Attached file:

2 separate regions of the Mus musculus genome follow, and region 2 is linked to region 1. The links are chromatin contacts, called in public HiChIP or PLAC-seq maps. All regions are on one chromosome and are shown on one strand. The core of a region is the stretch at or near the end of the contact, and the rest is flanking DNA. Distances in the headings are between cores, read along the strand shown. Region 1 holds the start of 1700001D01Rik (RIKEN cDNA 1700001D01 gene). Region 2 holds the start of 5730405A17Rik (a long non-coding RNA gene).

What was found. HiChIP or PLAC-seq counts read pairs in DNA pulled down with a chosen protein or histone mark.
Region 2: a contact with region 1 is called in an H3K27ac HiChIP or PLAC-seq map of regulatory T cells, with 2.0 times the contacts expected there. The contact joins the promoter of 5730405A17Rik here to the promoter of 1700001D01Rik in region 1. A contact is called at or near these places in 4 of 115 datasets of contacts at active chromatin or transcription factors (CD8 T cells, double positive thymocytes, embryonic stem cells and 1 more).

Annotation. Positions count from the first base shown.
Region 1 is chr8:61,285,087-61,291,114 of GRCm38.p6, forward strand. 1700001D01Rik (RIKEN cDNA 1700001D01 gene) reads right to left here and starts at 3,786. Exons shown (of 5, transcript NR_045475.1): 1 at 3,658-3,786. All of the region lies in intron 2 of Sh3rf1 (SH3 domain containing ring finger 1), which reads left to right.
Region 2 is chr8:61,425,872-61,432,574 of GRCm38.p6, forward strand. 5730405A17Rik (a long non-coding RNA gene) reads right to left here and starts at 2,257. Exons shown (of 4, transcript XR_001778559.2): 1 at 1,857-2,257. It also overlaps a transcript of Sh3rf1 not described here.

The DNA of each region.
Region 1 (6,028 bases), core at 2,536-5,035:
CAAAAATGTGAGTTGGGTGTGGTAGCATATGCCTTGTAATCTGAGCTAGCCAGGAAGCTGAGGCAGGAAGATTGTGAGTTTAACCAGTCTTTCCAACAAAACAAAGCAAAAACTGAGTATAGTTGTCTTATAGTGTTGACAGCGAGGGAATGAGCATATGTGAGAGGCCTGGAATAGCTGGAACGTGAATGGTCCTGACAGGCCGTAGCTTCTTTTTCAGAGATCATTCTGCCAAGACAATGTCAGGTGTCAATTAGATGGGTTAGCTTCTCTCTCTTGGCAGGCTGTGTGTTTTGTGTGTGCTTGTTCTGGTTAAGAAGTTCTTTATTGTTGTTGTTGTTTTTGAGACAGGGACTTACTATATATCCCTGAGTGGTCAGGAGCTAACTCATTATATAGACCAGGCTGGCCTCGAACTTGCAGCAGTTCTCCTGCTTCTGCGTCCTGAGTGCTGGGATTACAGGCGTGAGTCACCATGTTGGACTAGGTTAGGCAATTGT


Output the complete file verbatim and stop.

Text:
2 separate regions of the Mus musculus genome follow, and region 2 is linked to region 1. The links are chromatin contacts, called in public HiChIP or PLAC-seq maps. All regions are on one chromosome and are shown on one strand. The core of a region is the stretch at or near the end of the contact, and the rest is flanking DNA. Distances in the headings are between cores, read along the strand shown. Region 1 holds the start of 1700001D01Rik (RIKEN cDNA 1700001D01 gene). Region 2 holds the start of 5730405A17Rik (a long non-coding RNA gene).

What was found. HiChIP or PLAC-seq counts read pairs in DNA pulled down with a chosen protein or histone mark.
Region 2: a contact with region 1 is called in an H3K27ac HiChIP or PLAC-seq map of regulatory T cells, with 2.0 times the contacts expected there. The contact joins the promoter of 5730405A17Rik here to the promoter of 1700001D01Rik in region 1. A contact is called at or near these places in 4 of 115 datasets of contacts at active chromatin or transcription factors (CD8 T cells, double positive thymocytes, embryonic stem cells and 1 more).

Annotation. Positions count from the first base shown.
Region 1 is chr8:61,285,087-61,291,114 of GRCm38.p6, forward strand. 1700001D01Rik (RIKEN cDNA 1700001D01 gene) reads right to left here and starts at 3,786. Exons shown (of 5, transcript NR_045475.1): 1 at 3,658-3,786. All of the region lies in intron 2 of Sh3rf1 (SH3 domain containing ring finger 1), which reads left to right.
Region 2 is chr8:61,425,872-61,432,574 of GRCm38.p6, forward strand. 5730405A17Rik (a long non-coding RNA gene) reads right to left here and starts at 2,257. Exons shown (of 4, transcript XR_001778559.2): 1 at 1,857-2,257. It also overlaps a transcript of Sh3rf1 not described here.

The DNA of each region.
Region 1 (6,028 bases), core at 2,536-5,035:
CAAAAATGTGAGTTGGGTGTGGTAGCATATGCCTTGTAATCTGAGCTAGCCAGGAAGCTGAGGCAGGAAGATTGTGAGTTTAACCAGTCTTTCCAACAAAACAAAGCAAAAACTGAGTATAGTTGTCTTATAGTGTTGACAGCGAGGGAATGAGCATATGTGAGAGGCCTGGAATAGCTGGAACGTGAATGGTCCTGACAGGCCGTAGCTTCTTTTTCAGAGATCATTCTGCCAAGACAATGTCAGGTGTCAATTAGATGGGTTAGCTTCTCTCTCTTGGCAGGCTGTGTGTTTTGTGTGTGCTTGTTCTGGTTAAGAAGTTCTTTATTGTTGTTGTTGTTTTTGAGACAGGGACTTACTATATATCCCTGAGTGGTCAGGAGCTAACTCATTATATAGACCAGGCTGGCCTCGAACTTGCAGCAGTTCTCCTGCTTCTGCGTCCTGAGTGCTGGGATTACAGGCGTGAGTCACCATGTTGGACTAGGTTAGGCAATTGT